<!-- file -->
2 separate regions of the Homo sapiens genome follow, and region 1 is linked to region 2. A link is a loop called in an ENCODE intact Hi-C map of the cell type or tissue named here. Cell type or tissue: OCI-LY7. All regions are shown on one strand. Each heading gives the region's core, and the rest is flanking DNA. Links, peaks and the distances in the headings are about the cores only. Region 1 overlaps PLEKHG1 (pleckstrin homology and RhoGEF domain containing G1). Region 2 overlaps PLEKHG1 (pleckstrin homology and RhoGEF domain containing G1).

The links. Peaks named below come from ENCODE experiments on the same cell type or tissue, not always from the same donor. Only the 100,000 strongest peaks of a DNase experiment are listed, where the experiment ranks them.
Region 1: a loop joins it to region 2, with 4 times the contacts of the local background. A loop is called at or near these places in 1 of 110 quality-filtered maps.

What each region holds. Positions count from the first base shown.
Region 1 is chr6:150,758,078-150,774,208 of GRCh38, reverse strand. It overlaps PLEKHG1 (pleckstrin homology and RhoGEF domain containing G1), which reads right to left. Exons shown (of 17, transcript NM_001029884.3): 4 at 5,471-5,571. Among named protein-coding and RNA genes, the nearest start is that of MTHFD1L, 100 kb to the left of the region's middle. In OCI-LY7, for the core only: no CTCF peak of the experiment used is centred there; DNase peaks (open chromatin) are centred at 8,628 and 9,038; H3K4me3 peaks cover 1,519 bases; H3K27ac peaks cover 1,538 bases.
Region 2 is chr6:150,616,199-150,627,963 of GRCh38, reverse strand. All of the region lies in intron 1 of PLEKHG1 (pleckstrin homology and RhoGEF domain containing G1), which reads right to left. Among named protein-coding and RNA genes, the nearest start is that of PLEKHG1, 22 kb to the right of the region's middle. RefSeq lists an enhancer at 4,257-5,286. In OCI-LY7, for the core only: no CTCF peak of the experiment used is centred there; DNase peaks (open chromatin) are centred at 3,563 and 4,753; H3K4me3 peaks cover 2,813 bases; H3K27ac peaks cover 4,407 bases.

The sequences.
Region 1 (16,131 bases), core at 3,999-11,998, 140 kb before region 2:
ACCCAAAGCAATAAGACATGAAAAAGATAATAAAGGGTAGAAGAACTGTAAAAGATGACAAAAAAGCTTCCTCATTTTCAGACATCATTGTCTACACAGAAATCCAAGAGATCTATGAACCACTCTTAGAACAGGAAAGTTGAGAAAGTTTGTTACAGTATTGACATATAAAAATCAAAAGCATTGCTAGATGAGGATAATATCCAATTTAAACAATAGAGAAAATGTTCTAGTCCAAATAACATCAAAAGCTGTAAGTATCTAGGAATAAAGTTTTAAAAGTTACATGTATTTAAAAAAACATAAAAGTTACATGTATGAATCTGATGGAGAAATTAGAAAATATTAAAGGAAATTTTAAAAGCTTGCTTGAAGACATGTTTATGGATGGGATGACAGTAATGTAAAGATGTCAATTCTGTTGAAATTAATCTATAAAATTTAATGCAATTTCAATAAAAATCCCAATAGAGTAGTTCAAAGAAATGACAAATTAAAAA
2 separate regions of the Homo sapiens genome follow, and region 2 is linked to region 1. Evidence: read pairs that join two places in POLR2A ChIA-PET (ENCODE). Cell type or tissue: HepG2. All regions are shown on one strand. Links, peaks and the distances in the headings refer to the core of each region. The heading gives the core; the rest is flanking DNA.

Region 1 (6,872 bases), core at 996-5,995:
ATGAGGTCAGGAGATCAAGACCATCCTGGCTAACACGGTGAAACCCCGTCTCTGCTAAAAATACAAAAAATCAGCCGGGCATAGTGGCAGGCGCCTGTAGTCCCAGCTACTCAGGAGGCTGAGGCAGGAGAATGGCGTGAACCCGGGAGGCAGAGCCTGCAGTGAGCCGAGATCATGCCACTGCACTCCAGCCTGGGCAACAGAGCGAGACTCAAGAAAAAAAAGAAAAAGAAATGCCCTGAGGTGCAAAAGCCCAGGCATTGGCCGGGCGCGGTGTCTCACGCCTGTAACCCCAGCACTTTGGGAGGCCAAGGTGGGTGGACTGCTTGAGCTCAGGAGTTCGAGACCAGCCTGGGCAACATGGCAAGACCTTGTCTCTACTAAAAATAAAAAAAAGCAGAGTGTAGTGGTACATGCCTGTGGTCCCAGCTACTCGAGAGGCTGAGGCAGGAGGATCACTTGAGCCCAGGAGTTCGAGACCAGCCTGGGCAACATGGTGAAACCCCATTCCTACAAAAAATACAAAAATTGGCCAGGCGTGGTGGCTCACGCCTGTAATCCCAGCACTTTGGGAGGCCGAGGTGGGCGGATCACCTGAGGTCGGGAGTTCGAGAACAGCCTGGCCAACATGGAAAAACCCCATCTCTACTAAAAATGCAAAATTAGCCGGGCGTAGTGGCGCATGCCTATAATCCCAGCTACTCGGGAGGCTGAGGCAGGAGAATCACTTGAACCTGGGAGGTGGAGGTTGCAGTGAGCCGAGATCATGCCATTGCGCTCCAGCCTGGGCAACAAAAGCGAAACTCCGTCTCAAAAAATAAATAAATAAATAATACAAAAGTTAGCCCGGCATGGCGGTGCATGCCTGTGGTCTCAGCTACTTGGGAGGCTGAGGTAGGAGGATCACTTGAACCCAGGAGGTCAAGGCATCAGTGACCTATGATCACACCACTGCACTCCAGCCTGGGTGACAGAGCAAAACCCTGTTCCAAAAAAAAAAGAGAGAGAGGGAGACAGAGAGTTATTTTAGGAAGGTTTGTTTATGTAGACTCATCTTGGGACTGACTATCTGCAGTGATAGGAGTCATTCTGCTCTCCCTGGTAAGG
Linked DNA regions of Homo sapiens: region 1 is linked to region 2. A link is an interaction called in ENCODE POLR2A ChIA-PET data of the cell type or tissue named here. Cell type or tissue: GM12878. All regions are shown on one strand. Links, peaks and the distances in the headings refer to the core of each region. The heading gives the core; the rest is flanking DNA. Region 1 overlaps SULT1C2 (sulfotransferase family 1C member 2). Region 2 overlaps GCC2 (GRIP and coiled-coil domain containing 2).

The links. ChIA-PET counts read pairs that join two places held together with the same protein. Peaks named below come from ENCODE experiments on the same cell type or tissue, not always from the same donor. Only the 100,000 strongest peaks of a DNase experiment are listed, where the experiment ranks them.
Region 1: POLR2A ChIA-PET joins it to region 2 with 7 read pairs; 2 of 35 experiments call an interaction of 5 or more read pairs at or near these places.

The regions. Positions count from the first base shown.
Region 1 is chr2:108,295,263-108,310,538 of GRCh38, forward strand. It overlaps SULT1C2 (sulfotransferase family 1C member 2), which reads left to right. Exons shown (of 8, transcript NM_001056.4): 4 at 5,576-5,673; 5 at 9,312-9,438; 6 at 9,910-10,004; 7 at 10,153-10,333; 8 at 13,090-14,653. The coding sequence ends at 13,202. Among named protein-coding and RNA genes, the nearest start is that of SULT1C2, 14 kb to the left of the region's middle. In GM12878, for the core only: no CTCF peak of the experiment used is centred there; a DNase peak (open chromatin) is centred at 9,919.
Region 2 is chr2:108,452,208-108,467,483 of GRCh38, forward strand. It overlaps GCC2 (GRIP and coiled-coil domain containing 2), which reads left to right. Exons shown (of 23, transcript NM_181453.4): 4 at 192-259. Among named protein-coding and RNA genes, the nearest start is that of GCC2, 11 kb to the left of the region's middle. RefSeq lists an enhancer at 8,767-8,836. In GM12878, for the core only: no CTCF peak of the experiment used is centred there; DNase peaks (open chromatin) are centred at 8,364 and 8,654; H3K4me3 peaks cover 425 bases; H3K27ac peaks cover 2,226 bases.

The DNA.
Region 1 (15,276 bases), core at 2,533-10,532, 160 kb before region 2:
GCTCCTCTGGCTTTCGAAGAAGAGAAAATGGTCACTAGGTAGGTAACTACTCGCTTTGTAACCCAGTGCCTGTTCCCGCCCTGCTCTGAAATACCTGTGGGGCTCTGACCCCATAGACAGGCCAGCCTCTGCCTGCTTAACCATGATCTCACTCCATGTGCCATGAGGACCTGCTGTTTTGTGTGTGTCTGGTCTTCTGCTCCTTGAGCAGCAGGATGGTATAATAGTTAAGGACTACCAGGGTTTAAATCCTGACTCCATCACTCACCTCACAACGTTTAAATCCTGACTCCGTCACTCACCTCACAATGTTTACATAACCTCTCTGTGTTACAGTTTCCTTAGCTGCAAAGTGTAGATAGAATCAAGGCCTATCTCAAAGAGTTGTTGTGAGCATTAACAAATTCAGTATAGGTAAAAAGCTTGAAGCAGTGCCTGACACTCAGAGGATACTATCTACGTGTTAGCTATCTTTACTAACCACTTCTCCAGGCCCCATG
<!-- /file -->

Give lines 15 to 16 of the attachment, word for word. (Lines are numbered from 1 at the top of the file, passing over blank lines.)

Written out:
Region 1: POLR2A ChIA-PET joins it to region 2 with 7 read pairs; 2 of 35 experiments call an interaction of 5 or more read pairs at or near these places.

The regions. Positions count from the first base shown.